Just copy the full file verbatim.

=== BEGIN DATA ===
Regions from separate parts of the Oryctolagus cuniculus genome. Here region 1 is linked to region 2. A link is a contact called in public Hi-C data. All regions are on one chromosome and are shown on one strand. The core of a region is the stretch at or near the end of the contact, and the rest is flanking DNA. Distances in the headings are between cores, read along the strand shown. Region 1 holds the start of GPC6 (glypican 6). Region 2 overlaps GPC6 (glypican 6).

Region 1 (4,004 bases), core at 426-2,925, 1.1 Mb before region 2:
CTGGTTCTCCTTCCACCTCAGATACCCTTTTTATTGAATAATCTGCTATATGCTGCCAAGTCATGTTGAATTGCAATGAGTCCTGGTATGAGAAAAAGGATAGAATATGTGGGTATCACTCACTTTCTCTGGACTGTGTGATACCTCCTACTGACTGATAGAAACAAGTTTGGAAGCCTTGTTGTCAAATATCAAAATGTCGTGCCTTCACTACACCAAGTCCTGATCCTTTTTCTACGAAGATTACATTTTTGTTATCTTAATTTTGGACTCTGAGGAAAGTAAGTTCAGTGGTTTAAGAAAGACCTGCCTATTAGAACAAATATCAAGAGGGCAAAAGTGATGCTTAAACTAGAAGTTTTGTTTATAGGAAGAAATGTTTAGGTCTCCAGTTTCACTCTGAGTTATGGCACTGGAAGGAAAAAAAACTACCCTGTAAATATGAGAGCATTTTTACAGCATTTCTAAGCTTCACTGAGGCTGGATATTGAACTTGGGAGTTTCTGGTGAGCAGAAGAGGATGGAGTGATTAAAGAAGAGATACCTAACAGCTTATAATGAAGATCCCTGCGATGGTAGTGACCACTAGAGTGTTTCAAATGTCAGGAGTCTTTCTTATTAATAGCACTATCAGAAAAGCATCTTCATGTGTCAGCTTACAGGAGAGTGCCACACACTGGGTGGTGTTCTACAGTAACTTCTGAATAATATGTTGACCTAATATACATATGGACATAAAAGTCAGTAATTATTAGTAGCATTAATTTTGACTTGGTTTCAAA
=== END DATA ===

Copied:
Regions from separate parts of the Oryctolagus cuniculus genome. Here region 1 is linked to region 2. A link is a contact called in public Hi-C data. All regions are on one chromosome and are shown on one strand. The core of a region is the stretch at or near the end of the contact, and the rest is flanking DNA. Distances in the headings are between cores, read along the strand shown. Region 1 holds the start of GPC6 (glypican 6). Region 2 overlaps GPC6 (glypican 6).

Region 1 (4,004 bases), core at 426-2,925, 1.1 Mb before region 2:
CTGGTTCTCCTTCCACCTCAGATACCCTTTTTATTGAATAATCTGCTATATGCTGCCAAGTCATGTTGAATTGCAATGAGTCCTGGTATGAGAAAAAGGATAGAATATGTGGGTATCACTCACTTTCTCTGGACTGTGTGATACCTCCTACTGACTGATAGAAACAAGTTTGGAAGCCTTGTTGTCAAATATCAAAATGTCGTGCCTTCACTACACCAAGTCCTGATCCTTTTTCTACGAAGATTACATTTTTGTTATCTTAATTTTGGACTCTGAGGAAAGTAAGTTCAGTGGTTTAAGAAAGACCTGCCTATTAGAACAAATATCAAGAGGGCAAAAGTGATGCTTAAACTAGAAGTTTTGTTTATAGGAAGAAATGTTTAGGTCTCCAGTTTCACTCTGAGTTATGGCACTGGAAGGAAAAAAAACTACCCTGTAAATATGAGAGCATTTTTACAGCATTTCTAAGCTTCACTGAGGCTGGATATTGAACTTGGGAGTTTCTGGTGAGCAGAAGAGGATGGAGTGATTAAAGAAGAGATACCTAACAGCTTATAATGAAGATCCCTGCGATGGTAGTGACCACTAGAGTGTTTCAAATGTCAGGAGTCTTTCTTATTAATAGCACTATCAGAAAAGCATCTTCATGTGTCAGCTTACAGGAGAGTGCCACACACTGGGTGGTGTTCTACAGTAACTTCTGAATAATATGTTGACCTAATATACATATGGACATAAAAGTCAGTAATTATTAGTAGCATTAATTTTGACTTGGTTTCAAA